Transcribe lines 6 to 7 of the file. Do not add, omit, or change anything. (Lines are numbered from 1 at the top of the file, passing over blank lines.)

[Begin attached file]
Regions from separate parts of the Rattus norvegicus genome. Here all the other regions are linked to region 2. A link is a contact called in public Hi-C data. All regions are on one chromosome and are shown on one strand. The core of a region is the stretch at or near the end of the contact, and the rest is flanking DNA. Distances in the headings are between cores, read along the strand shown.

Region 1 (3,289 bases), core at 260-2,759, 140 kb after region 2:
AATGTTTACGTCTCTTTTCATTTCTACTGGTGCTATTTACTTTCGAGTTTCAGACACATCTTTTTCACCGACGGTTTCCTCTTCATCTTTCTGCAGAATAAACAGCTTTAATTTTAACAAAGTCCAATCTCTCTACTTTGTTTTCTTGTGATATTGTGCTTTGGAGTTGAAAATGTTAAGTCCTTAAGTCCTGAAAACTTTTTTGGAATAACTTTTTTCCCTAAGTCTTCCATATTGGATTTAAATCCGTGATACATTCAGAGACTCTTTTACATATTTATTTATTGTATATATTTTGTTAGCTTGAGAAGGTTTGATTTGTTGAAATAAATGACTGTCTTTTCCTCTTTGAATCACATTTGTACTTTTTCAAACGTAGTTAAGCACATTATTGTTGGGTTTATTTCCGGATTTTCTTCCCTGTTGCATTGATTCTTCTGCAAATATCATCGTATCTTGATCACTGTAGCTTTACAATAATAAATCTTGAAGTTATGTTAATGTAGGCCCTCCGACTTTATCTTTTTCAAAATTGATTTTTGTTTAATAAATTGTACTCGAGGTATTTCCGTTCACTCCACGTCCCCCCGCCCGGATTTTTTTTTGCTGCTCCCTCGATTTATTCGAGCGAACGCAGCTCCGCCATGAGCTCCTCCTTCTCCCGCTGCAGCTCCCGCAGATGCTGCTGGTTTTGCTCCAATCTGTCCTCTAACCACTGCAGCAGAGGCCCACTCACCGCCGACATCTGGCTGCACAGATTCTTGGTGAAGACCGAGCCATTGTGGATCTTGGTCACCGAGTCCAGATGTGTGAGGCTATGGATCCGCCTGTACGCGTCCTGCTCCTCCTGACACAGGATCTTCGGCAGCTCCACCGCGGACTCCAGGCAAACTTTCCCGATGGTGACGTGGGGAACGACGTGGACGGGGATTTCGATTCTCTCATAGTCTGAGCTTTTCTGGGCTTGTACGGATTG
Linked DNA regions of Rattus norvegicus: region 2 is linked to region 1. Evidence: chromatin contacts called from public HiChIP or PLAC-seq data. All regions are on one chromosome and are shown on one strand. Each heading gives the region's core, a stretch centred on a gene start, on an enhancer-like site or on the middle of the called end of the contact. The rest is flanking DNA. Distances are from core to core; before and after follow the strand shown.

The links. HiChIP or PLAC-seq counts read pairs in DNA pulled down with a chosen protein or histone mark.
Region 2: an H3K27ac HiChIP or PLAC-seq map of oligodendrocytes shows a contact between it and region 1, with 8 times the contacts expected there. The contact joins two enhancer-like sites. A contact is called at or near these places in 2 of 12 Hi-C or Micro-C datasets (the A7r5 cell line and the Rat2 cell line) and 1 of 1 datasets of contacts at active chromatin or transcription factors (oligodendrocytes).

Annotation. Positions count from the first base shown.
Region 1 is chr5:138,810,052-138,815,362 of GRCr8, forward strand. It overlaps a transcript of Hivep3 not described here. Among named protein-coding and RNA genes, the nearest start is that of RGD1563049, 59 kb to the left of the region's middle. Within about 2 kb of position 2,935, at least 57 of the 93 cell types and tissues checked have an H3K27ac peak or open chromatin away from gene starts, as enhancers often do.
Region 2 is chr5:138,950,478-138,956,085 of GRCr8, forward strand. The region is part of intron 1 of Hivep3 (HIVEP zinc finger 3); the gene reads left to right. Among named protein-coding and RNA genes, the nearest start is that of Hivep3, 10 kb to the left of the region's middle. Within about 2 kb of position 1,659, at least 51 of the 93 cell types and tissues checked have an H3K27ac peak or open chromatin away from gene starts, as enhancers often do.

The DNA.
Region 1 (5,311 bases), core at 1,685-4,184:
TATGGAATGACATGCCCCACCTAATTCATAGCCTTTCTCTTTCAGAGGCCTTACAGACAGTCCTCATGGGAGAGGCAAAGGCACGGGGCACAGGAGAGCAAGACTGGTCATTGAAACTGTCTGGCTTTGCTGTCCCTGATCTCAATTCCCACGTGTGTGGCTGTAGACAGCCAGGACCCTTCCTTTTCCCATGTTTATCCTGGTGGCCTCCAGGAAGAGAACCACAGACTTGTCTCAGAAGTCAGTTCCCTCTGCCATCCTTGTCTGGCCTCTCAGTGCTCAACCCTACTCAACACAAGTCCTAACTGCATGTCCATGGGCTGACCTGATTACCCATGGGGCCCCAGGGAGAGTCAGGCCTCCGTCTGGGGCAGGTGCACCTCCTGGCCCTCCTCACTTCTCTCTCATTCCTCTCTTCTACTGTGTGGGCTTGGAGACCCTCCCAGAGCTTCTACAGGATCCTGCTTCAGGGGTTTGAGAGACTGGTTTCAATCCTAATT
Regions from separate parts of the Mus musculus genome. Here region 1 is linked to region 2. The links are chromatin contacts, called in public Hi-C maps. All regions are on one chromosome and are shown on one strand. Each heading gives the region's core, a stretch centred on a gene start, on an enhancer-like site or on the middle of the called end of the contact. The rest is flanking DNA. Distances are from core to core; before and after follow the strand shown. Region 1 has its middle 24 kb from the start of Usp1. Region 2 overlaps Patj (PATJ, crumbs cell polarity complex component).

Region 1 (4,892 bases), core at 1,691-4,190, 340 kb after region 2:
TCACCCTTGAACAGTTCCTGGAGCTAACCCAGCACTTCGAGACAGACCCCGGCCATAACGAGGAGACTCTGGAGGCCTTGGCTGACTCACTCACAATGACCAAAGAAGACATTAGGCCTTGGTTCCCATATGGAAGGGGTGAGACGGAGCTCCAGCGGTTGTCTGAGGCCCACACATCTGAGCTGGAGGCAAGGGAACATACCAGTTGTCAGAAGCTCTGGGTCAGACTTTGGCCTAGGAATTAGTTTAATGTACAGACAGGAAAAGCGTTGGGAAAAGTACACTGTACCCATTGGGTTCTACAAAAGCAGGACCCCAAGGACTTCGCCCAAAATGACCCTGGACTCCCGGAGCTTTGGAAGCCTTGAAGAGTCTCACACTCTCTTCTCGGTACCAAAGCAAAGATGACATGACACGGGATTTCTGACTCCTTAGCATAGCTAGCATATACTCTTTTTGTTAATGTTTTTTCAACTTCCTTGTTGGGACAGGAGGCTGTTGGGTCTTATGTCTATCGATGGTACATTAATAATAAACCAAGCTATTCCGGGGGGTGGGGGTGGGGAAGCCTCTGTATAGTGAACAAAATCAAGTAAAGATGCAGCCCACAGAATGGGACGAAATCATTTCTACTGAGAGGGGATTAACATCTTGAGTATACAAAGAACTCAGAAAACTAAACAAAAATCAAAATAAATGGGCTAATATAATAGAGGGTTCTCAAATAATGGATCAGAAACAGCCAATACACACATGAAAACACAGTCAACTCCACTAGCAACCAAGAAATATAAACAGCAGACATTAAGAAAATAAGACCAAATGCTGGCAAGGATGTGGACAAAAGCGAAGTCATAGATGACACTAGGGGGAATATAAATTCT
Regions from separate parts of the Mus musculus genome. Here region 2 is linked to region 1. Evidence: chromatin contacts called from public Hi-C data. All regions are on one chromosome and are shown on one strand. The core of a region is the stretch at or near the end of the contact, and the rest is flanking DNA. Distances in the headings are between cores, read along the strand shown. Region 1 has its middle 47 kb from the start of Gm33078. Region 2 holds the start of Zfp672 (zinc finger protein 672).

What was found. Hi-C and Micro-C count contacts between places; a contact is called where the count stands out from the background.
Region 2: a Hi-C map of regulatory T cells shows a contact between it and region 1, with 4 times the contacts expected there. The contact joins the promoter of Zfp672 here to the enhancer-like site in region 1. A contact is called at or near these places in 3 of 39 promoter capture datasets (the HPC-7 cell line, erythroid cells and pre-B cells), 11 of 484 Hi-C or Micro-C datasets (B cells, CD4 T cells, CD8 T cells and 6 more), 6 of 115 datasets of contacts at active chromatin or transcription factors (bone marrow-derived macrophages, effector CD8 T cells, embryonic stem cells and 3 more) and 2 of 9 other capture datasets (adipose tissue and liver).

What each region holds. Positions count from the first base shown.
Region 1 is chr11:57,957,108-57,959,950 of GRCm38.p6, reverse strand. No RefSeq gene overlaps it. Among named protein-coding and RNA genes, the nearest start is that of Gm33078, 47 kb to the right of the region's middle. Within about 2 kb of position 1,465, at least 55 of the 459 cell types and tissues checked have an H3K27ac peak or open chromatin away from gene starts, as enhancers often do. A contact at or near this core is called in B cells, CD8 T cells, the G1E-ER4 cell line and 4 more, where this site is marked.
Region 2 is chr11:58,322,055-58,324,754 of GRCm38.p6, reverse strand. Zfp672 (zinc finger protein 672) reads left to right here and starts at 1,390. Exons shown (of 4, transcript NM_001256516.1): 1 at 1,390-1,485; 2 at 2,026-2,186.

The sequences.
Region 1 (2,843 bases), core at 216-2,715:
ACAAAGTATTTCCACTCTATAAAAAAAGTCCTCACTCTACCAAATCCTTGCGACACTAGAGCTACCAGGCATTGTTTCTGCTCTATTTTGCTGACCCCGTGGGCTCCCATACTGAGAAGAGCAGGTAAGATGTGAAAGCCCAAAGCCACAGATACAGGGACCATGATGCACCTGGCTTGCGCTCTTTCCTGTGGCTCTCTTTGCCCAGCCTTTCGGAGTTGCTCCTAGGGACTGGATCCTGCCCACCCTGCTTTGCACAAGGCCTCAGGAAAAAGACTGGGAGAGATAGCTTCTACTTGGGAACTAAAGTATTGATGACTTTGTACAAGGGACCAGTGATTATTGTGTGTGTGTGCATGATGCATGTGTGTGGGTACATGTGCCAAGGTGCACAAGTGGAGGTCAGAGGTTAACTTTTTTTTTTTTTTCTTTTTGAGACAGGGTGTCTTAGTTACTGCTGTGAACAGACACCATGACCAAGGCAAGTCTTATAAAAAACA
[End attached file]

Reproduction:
Region 2: an H3K27ac HiChIP or PLAC-seq map of oligodendrocytes shows a contact between it and region 1, with 8 times the contacts expected there. The contact joins two enhancer-like sites. A contact is called at or near these places in 2 of 12 Hi-C or Micro-C datasets (the A7r5 cell line and the Rat2 cell line) and 1 of 1 datasets of contacts at active chromatin or transcription factors (oligodendrocytes).

Annotation. Positions count from the first base shown.